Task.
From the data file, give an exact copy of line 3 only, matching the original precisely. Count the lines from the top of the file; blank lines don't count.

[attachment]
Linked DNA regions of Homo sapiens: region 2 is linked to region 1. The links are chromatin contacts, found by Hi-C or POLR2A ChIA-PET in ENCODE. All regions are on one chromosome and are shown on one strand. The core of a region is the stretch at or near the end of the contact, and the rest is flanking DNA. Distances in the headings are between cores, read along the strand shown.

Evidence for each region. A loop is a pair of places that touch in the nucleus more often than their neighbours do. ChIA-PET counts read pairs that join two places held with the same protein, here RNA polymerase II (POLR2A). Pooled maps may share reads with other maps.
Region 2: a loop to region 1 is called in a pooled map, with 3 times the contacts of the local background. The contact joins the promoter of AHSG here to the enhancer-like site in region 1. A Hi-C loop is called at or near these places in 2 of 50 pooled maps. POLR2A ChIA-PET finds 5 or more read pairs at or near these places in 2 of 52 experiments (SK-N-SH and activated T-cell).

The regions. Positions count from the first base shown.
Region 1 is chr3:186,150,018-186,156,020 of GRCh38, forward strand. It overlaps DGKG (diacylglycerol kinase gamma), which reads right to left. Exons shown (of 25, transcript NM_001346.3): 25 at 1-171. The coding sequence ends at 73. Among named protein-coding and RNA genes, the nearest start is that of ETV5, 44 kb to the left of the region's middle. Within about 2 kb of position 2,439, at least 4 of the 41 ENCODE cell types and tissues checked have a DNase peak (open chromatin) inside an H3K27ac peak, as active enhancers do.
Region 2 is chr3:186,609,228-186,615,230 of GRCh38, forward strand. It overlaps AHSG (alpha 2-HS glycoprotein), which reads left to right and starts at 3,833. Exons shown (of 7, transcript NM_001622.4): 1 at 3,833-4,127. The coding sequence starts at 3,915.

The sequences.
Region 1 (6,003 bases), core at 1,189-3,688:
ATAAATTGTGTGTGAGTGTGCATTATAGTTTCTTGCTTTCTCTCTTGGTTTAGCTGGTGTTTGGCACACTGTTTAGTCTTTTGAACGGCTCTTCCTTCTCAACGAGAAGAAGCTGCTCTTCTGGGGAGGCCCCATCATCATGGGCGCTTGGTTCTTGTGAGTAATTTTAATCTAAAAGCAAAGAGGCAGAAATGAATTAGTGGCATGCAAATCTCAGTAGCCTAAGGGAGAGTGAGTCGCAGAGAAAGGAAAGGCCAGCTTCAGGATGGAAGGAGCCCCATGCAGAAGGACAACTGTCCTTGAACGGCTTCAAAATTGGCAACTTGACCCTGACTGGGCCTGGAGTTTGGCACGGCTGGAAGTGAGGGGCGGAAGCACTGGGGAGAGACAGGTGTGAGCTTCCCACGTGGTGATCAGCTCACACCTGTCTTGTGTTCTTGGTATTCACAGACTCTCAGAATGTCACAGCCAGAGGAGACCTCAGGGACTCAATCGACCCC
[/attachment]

Region 2: a loop to region 1 is called in a pooled map, with 3 times the contacts of the local background. The contact joins the promoter of AHSG here to the enhancer-like site in region 1. A Hi-C loop is called at or near these places in 2 of 50 pooled maps. POLR2A ChIA-PET finds 5 or more read pairs at or near these places in 2 of 52 experiments (SK-N-SH and activated T-cell).